Do you really feel music? You know, get those good chills and tingly goosebumps when you hear certain songs?
For me, there are a bunch of tunes that take me to another place and spark a specific memory in my head.
Like this one…
Every time I hear it, no matter where I’m at, I flash back to myself driving around Kansas City, Missouri in my teens. Ahh, those were the days. #chills
Apparently, getting all the feels from music is pretty rare. A study from 2016 examined this phenomenon to see how getting chills and goosebumps from music is triggered.
10 people who do experience the aforementioned emotions and 10 who do not participated in a study by Matthew Sachs, a former undergraduate at Harvard. Sachs discovered that people who connect to music emotionally and physically have different brain structures than those who don’t. These folks tend to have a denser volume of fibers that connect the auditory cortex and areas that process emotions, resulting in the two areas communicating better with each other.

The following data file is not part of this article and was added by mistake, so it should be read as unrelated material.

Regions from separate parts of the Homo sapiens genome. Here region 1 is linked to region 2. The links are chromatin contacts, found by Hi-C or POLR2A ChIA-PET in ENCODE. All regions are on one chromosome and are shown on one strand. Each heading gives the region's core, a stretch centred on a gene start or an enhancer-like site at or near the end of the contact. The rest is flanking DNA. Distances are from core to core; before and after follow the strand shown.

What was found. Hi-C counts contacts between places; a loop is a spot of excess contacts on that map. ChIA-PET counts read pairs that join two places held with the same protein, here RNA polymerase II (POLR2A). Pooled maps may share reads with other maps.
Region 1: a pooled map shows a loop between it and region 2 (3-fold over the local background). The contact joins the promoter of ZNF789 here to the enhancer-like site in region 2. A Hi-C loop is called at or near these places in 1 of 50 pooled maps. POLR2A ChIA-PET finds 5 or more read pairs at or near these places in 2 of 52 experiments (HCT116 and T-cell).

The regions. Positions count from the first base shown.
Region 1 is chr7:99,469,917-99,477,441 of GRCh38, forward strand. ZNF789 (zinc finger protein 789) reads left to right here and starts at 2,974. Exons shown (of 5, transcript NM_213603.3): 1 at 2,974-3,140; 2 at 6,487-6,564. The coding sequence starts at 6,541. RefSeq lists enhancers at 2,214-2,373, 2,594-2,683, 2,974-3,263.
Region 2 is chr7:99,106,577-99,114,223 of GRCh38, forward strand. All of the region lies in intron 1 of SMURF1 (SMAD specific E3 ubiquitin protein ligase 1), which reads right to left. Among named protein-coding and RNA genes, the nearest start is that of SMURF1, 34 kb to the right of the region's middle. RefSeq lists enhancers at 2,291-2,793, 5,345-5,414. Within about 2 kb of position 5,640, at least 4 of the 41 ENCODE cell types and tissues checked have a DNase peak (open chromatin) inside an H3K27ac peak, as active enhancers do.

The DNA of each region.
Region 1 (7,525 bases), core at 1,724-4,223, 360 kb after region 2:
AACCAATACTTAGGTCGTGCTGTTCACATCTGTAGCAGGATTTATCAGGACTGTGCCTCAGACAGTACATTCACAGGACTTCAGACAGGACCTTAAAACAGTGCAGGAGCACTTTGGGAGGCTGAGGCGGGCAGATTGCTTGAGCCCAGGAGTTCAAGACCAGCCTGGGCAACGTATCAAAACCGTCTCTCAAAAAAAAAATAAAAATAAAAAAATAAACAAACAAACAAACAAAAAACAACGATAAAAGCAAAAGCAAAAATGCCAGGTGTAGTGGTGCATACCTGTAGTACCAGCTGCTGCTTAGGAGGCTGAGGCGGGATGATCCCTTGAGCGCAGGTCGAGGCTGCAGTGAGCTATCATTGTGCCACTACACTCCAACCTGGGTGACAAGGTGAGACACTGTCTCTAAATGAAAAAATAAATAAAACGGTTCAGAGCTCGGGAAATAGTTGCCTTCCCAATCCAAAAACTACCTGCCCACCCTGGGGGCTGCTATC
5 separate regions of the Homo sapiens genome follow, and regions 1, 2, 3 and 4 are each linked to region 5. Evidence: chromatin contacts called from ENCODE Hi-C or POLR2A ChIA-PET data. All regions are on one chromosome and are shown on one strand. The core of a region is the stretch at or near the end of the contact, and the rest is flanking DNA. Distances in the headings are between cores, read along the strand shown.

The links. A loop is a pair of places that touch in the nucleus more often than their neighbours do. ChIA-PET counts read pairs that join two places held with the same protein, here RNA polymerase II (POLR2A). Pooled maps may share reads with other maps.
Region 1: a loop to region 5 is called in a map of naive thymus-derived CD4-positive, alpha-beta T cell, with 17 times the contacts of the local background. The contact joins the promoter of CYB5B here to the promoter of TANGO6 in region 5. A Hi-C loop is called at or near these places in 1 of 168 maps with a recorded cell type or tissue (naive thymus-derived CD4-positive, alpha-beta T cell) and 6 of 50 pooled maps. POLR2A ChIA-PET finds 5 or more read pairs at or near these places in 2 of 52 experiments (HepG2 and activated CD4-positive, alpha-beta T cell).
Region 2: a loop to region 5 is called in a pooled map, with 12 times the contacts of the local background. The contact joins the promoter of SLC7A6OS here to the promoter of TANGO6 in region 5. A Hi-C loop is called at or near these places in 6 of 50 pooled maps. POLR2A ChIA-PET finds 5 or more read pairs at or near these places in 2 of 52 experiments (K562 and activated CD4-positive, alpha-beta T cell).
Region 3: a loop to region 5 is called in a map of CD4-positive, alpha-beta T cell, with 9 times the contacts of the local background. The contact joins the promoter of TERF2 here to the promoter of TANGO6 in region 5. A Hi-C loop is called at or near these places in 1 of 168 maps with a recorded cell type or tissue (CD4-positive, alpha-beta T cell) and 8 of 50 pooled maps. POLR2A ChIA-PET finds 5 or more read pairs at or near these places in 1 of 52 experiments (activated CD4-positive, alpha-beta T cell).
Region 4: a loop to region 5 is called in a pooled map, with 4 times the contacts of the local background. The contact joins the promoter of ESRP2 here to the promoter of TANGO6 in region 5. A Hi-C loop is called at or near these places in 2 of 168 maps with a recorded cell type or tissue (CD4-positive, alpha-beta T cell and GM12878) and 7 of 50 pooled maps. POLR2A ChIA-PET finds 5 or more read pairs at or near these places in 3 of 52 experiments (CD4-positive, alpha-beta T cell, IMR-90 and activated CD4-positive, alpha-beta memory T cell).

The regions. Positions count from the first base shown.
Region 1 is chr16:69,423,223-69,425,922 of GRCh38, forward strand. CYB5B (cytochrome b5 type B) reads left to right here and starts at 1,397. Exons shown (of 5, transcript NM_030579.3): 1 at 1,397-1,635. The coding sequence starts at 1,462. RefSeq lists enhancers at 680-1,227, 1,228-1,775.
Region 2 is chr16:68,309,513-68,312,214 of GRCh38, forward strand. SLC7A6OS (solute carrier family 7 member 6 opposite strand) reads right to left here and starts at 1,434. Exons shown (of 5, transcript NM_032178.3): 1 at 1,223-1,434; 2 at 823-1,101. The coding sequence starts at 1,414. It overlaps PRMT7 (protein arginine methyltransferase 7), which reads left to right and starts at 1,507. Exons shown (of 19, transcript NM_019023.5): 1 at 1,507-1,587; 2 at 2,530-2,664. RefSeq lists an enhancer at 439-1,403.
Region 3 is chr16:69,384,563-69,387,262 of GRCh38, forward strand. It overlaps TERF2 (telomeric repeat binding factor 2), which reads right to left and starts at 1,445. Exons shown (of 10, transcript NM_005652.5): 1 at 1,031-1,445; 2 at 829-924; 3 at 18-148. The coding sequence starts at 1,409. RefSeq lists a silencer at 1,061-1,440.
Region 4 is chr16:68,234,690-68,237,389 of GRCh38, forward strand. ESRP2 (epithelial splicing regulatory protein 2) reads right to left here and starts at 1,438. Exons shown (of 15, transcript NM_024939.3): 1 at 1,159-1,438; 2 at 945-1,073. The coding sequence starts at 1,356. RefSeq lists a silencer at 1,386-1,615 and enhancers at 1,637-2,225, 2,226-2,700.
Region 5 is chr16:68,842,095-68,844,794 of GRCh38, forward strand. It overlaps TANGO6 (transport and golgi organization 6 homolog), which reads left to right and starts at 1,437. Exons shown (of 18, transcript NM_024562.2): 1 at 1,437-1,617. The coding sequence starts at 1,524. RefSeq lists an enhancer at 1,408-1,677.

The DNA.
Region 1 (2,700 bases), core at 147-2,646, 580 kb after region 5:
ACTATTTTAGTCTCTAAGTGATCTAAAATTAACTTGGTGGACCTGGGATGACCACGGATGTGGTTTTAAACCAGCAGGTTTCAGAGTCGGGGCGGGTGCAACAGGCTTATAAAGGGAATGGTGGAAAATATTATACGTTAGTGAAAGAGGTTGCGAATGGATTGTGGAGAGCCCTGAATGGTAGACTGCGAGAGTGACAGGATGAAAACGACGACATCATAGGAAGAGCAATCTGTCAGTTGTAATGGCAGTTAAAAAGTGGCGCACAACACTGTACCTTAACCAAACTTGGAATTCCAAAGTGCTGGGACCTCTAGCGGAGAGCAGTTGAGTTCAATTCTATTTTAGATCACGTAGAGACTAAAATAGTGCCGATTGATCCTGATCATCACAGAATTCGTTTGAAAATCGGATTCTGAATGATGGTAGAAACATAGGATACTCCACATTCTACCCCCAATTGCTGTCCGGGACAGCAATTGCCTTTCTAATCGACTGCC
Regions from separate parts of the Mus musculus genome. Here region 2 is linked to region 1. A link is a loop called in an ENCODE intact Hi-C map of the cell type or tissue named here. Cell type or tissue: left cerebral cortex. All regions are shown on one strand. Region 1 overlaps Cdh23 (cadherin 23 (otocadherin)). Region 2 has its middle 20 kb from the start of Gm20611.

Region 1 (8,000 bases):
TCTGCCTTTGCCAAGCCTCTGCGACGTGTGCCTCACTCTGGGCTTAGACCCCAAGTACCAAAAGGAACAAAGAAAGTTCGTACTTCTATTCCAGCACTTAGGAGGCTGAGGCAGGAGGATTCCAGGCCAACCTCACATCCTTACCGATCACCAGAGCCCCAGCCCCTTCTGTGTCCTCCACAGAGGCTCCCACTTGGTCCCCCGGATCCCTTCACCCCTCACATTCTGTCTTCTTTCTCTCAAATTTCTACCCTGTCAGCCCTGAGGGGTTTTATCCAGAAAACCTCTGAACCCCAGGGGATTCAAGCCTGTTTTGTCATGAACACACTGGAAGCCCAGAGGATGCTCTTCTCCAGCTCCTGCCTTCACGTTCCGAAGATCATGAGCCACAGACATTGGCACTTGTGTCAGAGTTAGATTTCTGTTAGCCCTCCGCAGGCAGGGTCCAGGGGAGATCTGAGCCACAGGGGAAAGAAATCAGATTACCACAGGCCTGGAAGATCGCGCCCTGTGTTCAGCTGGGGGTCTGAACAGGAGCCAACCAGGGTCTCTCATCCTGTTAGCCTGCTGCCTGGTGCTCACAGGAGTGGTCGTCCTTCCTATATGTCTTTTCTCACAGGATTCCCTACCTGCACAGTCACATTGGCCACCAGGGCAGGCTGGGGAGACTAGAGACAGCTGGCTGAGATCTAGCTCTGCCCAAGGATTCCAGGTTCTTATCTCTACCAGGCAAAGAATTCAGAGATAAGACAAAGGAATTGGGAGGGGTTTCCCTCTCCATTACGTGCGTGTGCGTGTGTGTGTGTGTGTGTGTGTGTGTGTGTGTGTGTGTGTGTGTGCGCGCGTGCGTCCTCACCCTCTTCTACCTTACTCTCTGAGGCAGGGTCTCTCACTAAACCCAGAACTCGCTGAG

Sachs believes that a strong attachment to music means a person has stronger overall emotions. He is currently conducting more research that focuses on how music that causes certain reactions affects brain activity.
Sachs’ ultimate goal is to use his research to help treat psychological disorders. As he puts it, “Depression causes an inability to experience pleasure of everyday things. You could use music with a therapist to explore feelings.”
Using music to soothe the blues away? Let’s hope!